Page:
If you are already allowed to watch random fail-videos during break, then I don't see any problem with this. It's one segment of a larger video, and it's not something that's being overly sexual. Granted, I wouldn't be watching Youtube videos on my work computer at all, but it sounds like your office is a little more lax about that. What would be inappropriate is watching videos that are exclusively about women in bikinis.

A conference presentation that featured a non-explicit screenshot from a porn website.

I think this content is inappropriate to just leave on your screen, but I wouldn't blame you if you accidentally ran into it. You are watching what should be a professional talk, and the presenter behaved unprofessionally. You couldn't have expected that to come up. If you encounter that, just try to speed through to the next slide and explain to anyone what happened if they ask. What would be inappropriate would be if the topic or this particular presenter is known to include this sort of content in their presentations.

A website with self-hosted ads that are may be inappropriate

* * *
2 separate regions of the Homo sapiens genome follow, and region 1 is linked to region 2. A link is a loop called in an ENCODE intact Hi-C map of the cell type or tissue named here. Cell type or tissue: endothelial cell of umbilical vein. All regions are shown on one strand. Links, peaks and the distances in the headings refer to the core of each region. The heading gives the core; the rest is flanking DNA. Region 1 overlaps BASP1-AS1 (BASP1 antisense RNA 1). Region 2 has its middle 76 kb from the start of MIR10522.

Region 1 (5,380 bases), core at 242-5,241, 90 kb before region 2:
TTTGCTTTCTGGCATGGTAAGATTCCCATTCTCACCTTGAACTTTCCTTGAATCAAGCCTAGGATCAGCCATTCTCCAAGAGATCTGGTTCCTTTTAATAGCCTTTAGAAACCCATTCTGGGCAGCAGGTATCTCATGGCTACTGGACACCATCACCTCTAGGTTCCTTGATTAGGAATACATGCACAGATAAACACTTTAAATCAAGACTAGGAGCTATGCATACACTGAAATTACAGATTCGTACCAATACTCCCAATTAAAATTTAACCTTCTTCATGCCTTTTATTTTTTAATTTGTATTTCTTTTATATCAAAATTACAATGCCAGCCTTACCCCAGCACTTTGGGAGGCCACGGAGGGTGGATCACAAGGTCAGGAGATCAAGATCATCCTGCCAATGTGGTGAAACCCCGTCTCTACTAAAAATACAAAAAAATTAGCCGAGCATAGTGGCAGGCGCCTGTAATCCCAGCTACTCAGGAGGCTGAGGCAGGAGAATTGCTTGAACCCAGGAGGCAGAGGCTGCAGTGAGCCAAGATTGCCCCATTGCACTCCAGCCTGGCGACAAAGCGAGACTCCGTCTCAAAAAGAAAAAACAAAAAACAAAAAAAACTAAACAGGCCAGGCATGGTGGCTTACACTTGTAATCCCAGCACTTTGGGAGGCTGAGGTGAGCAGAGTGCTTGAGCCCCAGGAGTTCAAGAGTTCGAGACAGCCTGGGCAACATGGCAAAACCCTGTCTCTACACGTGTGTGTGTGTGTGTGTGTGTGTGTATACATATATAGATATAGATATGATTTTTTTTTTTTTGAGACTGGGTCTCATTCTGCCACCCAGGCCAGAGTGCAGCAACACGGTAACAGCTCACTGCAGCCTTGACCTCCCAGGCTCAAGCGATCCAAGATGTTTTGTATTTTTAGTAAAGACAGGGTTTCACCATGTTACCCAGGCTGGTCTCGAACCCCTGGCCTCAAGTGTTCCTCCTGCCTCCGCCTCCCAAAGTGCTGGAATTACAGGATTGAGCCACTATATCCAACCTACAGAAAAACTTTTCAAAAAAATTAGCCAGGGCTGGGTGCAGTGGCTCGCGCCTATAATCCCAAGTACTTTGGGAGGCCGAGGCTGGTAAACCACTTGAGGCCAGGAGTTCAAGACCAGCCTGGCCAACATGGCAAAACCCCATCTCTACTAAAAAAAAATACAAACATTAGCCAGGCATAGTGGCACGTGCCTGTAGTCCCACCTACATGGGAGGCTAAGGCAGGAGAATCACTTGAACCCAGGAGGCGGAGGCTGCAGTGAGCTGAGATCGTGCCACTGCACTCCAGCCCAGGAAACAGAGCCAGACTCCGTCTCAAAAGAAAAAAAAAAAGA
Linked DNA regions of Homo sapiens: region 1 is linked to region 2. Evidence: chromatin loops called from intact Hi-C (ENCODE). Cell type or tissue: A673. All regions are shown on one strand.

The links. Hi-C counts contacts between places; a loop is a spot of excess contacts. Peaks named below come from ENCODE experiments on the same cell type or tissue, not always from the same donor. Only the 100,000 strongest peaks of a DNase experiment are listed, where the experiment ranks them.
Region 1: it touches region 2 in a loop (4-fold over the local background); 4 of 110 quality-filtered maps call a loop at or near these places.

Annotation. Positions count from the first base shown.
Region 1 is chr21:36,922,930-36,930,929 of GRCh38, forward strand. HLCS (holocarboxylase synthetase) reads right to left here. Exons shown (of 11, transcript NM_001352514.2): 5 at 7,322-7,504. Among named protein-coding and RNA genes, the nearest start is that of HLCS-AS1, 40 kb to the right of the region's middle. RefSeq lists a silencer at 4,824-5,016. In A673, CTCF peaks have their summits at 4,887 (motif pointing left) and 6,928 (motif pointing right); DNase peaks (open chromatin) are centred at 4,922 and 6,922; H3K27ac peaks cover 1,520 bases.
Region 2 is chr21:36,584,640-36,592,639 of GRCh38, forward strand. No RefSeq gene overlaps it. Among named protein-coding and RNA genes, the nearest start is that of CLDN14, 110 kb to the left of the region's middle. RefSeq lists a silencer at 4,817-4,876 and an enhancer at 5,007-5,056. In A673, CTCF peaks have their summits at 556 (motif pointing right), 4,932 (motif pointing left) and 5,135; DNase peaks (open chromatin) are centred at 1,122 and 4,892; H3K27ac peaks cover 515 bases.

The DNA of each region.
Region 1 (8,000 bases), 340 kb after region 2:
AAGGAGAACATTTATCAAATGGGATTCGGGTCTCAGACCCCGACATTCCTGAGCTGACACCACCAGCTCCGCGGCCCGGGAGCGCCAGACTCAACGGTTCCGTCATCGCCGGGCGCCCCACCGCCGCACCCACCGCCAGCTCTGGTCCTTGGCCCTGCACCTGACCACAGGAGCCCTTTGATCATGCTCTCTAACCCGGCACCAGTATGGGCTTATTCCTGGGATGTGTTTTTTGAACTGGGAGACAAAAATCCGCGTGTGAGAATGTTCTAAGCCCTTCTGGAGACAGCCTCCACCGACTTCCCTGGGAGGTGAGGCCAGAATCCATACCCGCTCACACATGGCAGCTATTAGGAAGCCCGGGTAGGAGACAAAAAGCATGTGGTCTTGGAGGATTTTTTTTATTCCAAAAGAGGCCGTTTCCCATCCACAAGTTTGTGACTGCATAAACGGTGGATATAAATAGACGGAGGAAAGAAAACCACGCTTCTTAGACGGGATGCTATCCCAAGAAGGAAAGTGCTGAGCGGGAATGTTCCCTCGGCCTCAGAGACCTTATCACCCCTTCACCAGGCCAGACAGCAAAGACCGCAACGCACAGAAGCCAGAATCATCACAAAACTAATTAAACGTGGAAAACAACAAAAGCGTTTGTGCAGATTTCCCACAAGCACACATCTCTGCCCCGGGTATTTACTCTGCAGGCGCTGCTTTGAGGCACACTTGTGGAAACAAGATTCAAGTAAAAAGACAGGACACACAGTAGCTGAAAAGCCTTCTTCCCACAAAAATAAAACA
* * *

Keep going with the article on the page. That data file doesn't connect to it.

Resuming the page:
If the ads for this website are normally okay, and there happens to be one off-color one from time to time, okay, no big deal. If I know this website to often have inappropriate ads, I would avoid spending time on it. If I know this website to rarely have explicit pornographic ads, I would absolutely never visit the site on a work computer. The best option may be to get a suitable ad blocker.

Stack Exchange happens to have a sexualized image in one of the posts

I'm pretty sure I know which image you are referring to, and I wouldn't see a problem with that as long as you aren't leaving it on the screen and staring at it. It's one humorous image on a largely professional website. This isn't the type of content you would expect to see often.

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    If you are already allowed to watch random fail-videos during break, then I don't see any problem with this - That you do not have a problem with it does not mean that no one else will have a problem with it. It could be people are tolorating it on break but are actually upset by it and choose to take action when they see something on the screen... this could be very bad. – IDrinkandIKnowThings Jul 28 '17 at 14:43